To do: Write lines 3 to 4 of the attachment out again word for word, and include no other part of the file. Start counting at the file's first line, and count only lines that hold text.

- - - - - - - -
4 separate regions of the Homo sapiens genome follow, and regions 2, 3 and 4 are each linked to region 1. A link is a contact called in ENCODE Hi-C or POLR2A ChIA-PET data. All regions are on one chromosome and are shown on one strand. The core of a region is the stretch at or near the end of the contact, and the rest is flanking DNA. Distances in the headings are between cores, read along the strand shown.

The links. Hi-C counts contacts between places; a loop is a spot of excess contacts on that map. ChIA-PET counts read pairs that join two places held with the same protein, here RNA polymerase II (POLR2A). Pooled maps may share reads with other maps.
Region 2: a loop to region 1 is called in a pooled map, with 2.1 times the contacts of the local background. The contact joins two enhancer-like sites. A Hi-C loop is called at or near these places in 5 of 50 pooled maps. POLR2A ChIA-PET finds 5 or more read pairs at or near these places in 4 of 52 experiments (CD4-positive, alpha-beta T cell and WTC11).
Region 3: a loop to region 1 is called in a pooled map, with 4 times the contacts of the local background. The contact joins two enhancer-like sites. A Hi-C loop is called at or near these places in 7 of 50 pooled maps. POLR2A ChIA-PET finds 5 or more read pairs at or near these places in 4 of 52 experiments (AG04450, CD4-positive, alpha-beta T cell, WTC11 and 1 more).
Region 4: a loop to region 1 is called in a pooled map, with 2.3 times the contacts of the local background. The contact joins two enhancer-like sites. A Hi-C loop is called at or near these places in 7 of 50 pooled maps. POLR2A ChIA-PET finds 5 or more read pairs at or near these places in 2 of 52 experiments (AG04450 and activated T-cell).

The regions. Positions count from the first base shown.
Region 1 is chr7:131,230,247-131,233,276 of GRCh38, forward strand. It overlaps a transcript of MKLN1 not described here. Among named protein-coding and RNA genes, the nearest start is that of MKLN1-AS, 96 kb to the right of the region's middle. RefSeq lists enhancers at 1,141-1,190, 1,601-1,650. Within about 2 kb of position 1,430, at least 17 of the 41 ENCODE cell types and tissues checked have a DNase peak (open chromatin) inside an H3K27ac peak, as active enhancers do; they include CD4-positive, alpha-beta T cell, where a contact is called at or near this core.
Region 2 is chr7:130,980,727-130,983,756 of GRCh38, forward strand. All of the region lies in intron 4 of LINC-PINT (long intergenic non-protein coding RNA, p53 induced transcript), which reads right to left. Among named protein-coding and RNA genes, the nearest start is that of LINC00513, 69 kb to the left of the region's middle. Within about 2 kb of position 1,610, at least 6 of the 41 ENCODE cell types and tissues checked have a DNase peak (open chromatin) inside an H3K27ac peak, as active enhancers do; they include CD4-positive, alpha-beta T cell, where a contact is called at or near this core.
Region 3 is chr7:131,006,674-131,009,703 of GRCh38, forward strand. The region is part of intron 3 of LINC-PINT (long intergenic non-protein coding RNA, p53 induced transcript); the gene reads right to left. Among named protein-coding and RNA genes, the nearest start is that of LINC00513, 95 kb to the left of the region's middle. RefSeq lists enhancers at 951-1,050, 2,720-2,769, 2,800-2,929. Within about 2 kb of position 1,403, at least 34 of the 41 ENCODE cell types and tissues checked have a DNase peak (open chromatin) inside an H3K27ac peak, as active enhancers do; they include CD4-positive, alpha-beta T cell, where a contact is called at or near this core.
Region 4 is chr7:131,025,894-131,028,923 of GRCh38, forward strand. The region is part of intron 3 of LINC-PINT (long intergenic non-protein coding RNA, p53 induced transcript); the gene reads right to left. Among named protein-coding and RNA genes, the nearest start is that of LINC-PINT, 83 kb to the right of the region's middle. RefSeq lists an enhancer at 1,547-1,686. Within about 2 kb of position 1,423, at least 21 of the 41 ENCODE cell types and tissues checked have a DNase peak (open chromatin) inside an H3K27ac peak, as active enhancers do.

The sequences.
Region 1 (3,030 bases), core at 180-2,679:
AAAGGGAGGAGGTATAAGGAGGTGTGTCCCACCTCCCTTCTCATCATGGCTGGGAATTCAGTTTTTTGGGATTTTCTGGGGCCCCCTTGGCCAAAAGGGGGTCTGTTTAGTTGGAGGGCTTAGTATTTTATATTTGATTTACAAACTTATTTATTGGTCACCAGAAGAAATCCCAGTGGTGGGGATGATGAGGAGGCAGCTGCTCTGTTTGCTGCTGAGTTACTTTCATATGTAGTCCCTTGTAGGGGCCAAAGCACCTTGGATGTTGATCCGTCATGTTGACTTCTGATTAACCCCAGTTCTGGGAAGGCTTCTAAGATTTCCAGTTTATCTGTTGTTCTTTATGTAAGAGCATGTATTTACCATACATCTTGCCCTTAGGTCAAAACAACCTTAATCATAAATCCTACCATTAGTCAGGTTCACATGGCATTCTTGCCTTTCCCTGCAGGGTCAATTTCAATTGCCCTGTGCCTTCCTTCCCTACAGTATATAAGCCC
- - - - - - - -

Region 2: a loop to region 1 is called in a pooled map, with 2.1 times the contacts of the local background. The contact joins two enhancer-like sites. A Hi-C loop is called at or near these places in 5 of 50 pooled maps. POLR2A ChIA-PET finds 5 or more read pairs at or near these places in 4 of 52 experiments (CD4-positive, alpha-beta T cell and WTC11).
Region 3: a loop to region 1 is called in a pooled map, with 4 times the contacts of the local background. The contact joins two enhancer-like sites. A Hi-C loop is called at or near these places in 7 of 50 pooled maps. POLR2A ChIA-PET finds 5 or more read pairs at or near these places in 4 of 52 experiments (AG04450, CD4-positive, alpha-beta T cell, WTC11 and 1 more).